Fat accumulations in airways of obese people detected for first time
A novel study has for the first time detected significant accumulations of fatty tissue in airway walls of obese and overweight people. The new research suggests these fat accumulations could explain why overweight individuals are at higher risk of respiratory disease and asthma.
"Being overweight or obese has already been linked to having asthma or having worse asthma symptoms,” explains Peter Noble, co-author on the new research from the University of Western Australia. “Researchers have suggested that the link might be explained by the direct pressure of excess weight on the lungs or by a general increase in inflammation created by excess weight.”
The new study hypothesized a relationship between excessive adipose, or fatty, tissue within a person’s airway walls, their body mass index, and respiratory disease. Post-mortem lung tissue from 52 subjects was closely studied and a direct correlation was found between increasing body mass index and fatty tissue accumulation in a person’s airways.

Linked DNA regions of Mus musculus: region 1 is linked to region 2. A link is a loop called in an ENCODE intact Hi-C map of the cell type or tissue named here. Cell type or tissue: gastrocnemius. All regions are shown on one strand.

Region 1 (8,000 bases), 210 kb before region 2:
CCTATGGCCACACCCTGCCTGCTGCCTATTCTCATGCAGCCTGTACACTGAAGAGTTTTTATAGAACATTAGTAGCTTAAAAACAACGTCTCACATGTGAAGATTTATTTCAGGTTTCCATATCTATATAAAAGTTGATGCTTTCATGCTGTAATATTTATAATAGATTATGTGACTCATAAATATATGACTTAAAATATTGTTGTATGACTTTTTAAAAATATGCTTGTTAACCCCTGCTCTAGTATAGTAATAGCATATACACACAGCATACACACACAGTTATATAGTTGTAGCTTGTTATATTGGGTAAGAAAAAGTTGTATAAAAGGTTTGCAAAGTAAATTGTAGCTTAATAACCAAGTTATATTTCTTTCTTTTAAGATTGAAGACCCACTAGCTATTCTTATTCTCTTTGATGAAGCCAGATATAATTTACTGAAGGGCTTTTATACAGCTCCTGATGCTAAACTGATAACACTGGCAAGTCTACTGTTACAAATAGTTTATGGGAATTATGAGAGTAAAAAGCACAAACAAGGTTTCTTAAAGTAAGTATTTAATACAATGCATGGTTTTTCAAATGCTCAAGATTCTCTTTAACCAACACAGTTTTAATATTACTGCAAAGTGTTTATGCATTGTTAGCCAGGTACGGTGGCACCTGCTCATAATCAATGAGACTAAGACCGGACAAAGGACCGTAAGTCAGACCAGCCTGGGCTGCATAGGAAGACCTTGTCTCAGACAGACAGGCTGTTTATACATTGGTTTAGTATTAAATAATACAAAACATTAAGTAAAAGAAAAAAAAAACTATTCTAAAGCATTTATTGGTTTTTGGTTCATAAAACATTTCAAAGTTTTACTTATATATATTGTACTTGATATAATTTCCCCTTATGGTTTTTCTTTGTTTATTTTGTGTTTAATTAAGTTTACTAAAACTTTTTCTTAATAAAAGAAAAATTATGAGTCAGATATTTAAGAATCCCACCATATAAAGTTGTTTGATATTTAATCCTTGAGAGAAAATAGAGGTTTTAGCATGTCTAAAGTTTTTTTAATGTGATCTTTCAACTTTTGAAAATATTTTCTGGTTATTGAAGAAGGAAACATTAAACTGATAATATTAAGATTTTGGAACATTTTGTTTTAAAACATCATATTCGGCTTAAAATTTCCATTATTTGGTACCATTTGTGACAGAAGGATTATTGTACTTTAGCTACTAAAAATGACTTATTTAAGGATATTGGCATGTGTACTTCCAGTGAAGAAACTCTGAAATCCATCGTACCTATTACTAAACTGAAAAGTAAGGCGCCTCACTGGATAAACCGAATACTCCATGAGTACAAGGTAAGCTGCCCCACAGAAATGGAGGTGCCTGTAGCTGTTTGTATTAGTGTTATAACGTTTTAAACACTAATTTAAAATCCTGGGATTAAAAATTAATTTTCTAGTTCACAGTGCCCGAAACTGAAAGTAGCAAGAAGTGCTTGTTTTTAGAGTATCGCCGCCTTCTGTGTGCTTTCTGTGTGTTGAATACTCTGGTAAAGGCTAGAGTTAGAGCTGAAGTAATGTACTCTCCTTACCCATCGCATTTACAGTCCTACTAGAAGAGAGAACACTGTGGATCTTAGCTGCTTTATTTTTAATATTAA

“We've found that excess fat accumulates in the airway walls where it takes up space and seems to increase inflammation within the lungs,” says Noble. “We think this is causing a thickening of the airways that limits the flow of air in and out of the lungs, and that could at least partly explain an increase in asthma symptoms."
The study is certainly small, so further research is necessary to understand how clinically relevant these fatty accumulations are to respiratory diseases, but the implications of the discovery are fascinating. Thierry Troosters, president of the European Respiratory Society, says the research suggests certain physiological changes to a person’s airways caused by fatty accumulations mean weight loss advice to overweight patients with asthma could significantly improve treatment outcomes.
"This is an important finding on the relationship between body weight and respiratory disease because it shows how being overweight or obese might be making symptoms worse for people with asthma,” says Troosters, who did not work on this particular study. “This goes beyond the simple observation that patients with obesity need to breathe more with activity and exercise hence adding to their ventilatory burden. The observation points at true airway changes that are associated with obesity.”
The next big challenge for the researchers is to find a way to measure fatty tissue in the lungs of living subjects. This will help affirm the findings of this study, and offer insight into whether weight loss therapies can help reduce these fatty lung accumulations.
The new research was published in the European Respiratory Journal.
Source: European Respiratory Society
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